“People have been demanding better public schools forever and not getting them,” said Swati Pandey, a spokeswoman for the foundation.”But we say, screw public schools– let’s just replace them with privately owned and operated charters.” Ha! Okay, she’s only quoted as saying that first part. I filled in the rest for her.

Folks who have attended the meetings about this unelected initiative have shared other tidbits, like a goal to enroll half of all LA students in charters over the next eight years. There also seemed to be a lot of looking at maps of where all the students trapped in failing schools are, and discussing how to get charters operating for those students.

Although they note that “an ambitious expansion of charter schools would be costly and would likely face a political fight,” there’s no indication of a discussion about the relative expense of supporting and improving those public schools as compared to the expensive charter-launching approach.

There’s also no indication that any part of this conversation was held with the actual public school system. LAUSD board president Steve Zimmer, whatever his faults, has a quote in the article that shows he understands the problem.

“The most critical concern would be the collateral damage to the children left behind,” he said.

Because this charter plan for a huger private school system (and all the major players, from Green Dot to ICEF are apparently in on this) would get its operating expenses by stripping resources from the public system.

And if you’re a fan of LA school foolishness, you’ll love this final line from the Times article:

The foundation declined to discuss what role, if any, Deasy is playing in the new effort.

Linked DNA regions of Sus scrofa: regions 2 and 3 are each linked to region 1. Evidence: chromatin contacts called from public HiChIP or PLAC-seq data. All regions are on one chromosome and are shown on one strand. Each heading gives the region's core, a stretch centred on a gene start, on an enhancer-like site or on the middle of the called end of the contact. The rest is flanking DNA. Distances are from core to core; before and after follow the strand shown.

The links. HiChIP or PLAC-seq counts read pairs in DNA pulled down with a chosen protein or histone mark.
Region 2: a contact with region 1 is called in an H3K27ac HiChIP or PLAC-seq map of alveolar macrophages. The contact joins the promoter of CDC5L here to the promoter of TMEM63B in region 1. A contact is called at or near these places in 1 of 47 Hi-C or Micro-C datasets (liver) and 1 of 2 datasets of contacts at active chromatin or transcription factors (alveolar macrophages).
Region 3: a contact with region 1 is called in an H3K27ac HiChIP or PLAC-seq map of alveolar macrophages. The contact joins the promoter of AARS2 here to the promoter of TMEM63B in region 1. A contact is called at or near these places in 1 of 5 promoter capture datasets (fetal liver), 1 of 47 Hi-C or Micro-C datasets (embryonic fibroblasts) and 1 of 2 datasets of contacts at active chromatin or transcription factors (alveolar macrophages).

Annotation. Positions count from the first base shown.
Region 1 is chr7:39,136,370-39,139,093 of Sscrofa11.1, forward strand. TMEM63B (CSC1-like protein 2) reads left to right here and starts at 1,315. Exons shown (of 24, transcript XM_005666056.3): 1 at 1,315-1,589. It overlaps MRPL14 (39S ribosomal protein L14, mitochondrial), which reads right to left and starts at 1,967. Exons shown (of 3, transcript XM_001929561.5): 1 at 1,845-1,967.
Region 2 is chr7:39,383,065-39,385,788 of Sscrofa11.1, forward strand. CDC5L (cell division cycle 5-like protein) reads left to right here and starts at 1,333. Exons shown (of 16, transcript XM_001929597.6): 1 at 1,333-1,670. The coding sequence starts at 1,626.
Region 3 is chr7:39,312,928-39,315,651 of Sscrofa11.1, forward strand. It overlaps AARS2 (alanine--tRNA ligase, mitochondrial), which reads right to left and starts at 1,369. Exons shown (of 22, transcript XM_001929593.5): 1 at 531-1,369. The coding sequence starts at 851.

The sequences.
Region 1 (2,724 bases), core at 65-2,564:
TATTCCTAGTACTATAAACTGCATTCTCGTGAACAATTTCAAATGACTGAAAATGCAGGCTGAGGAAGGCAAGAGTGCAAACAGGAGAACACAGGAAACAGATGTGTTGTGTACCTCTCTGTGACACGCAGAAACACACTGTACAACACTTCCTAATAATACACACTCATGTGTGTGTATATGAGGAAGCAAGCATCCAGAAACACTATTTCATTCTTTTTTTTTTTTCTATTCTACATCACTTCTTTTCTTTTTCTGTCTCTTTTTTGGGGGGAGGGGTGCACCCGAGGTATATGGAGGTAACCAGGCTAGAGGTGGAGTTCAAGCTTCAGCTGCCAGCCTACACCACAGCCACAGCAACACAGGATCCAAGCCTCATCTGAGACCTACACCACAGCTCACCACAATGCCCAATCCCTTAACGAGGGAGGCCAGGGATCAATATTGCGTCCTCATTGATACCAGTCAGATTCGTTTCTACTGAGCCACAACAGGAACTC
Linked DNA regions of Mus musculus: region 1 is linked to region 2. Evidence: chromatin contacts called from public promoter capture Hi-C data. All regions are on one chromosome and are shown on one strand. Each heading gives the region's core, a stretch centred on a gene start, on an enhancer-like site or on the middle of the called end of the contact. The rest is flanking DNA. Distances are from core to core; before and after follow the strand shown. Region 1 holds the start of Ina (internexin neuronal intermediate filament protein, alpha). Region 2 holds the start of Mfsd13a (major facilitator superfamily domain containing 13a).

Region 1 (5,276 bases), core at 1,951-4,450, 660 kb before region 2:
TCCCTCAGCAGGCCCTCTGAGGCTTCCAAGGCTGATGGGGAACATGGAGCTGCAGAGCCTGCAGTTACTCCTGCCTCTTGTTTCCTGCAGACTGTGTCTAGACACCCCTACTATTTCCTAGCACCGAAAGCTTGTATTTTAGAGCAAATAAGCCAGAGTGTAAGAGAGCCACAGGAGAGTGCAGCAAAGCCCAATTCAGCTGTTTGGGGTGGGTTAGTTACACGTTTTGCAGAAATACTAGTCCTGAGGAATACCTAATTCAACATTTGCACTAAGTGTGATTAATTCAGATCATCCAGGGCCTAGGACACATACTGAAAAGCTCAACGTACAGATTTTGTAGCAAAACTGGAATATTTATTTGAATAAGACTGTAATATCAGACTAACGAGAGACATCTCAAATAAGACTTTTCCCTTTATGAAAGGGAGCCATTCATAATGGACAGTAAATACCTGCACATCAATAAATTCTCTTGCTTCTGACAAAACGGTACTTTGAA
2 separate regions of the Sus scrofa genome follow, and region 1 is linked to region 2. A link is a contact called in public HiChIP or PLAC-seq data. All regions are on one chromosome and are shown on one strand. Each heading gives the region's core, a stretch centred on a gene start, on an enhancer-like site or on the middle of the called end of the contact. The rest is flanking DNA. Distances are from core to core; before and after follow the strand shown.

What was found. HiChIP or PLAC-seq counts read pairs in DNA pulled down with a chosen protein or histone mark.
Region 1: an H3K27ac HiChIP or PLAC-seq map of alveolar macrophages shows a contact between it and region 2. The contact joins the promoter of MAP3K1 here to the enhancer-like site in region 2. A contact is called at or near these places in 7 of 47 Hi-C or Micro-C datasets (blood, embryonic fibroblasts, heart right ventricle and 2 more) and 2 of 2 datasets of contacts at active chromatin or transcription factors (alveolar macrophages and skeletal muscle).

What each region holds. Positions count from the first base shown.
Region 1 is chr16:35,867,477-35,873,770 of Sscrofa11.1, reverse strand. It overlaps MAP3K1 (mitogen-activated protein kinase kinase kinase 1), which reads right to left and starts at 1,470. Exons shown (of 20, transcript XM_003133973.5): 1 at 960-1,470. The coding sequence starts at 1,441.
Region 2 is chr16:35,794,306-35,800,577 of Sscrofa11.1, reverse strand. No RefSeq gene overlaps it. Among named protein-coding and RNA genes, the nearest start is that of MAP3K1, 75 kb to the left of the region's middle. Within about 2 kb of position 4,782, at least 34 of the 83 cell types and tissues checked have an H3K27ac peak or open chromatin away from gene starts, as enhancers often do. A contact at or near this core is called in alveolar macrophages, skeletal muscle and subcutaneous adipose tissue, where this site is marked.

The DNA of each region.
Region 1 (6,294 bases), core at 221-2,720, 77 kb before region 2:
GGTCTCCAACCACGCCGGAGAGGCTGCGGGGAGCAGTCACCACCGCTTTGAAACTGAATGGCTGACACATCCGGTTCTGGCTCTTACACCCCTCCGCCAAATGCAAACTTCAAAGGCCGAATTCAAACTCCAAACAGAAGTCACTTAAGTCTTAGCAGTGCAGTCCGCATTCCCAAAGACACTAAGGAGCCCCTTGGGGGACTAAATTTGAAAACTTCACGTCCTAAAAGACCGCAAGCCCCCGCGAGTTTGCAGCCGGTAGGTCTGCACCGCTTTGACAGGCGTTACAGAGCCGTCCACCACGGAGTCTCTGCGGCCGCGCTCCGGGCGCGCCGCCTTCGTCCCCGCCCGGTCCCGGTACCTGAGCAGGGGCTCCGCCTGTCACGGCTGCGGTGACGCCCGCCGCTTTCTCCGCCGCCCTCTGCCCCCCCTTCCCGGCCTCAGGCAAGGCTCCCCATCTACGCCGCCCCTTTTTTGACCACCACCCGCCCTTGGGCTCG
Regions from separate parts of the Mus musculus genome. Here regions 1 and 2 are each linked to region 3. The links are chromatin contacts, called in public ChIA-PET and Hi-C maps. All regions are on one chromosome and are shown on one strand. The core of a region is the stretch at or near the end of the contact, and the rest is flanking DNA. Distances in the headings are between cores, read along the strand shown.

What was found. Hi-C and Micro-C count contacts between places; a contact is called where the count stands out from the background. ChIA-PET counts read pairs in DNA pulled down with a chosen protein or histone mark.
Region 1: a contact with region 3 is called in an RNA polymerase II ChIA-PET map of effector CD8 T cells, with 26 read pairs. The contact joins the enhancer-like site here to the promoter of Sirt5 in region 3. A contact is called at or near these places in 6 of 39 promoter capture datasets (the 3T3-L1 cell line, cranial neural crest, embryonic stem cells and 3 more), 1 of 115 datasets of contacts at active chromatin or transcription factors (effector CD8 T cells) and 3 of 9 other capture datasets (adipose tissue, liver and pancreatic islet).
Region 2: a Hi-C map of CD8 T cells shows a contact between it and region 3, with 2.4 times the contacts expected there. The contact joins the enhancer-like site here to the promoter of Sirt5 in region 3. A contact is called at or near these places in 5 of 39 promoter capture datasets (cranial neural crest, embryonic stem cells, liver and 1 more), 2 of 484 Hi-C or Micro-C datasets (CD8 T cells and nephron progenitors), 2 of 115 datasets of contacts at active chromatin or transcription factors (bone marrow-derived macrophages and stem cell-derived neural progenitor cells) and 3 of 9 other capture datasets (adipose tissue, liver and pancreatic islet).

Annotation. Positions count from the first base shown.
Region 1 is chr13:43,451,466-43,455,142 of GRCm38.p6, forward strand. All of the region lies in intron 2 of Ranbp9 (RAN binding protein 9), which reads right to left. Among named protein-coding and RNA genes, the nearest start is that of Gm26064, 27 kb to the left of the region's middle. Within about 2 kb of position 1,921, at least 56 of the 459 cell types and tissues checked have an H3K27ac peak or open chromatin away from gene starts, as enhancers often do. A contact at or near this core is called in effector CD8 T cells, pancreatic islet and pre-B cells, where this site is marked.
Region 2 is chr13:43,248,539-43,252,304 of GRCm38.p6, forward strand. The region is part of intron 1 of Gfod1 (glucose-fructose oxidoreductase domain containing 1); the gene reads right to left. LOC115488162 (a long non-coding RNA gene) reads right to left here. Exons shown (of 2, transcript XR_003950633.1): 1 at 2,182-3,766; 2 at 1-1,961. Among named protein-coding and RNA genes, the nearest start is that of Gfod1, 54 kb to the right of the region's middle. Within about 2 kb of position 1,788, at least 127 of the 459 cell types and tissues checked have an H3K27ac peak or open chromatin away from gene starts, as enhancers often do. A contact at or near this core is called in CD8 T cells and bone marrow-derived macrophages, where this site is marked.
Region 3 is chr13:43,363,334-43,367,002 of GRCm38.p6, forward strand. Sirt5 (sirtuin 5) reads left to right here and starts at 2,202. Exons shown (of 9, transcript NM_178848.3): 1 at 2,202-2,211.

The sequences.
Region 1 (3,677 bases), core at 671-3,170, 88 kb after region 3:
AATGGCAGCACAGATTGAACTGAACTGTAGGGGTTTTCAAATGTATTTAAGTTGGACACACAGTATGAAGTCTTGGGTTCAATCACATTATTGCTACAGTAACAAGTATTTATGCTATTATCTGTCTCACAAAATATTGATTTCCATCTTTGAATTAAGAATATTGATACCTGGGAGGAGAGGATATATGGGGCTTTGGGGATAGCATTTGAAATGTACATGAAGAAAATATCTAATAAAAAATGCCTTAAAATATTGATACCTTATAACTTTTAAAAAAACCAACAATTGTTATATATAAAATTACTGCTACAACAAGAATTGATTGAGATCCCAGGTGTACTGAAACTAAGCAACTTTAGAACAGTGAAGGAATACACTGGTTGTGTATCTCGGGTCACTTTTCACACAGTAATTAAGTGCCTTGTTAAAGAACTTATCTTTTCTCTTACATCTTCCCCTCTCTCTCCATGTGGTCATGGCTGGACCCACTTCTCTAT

Yesterday, the LA School School Report followed up on this “bombshell story” by getting Broad to offer some non-clarification clarification. The foundation sent an email saying, “Some schools bad. All students should have the benefit of contributing to the financial health of a privately operated charter school.” I’m paraphrasing.

Because when you are announcing your intention to launch a hostile takeover of the entire public school system in a major city (or at least a takeover of its funding), the last thing you need to do is clarify yourself to the taxpayers, voters, elected officials, parents, and all those other little people that you don’t have to answer to.

Via Curmudgucation

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Money Talks, Reform Walks: Ohio Fails to Fix Its Nationally Ridiculed Charter School System

281836_5_Sen. Rand Paul, R-Kentucky, center, participates in a round table discussion on school choice with Sen. Rob Portman, R-Ohio, and Rep. Brad Wenstrup, R-Ohio, at Carpe Diem-Aiken, a tuition-free public charter school, Friday, May 16, 2014, in Cincinnati. (AP Photo/Al Behrman)

RCEd Commentary by Stephen Dyer

It wasn’t long ago when I wrote here that while there was much hope for reforming Ohio’s nationally ridiculed charter school system, there remained major hurdles – specifically the politically powerful for-profit, poor performing charter school lobby.

Well, it appears that the poor-performing charter school sector has again won the day. A substantive, meaningful reform package that passed unanimously out of the Ohio Senate late last month wasn’t even taken up by the Ohio House in time for the summer recess, even though there were the votes to pass it.

This means the bipartisan, well-thought out Senate package won’t be taken up again (if at all) until the fall, delaying many of the reforms until the 2016-2017 school year at the earliest.

This is a bad setback for the national charter school quality movement. While other states have successfully tightened their laws, Ohio – the “Wild, Wild West” of charter schools – remains the same national embarrassment it’s always been. The hope had been that if Ohio can become a quality-based state, any state could do it.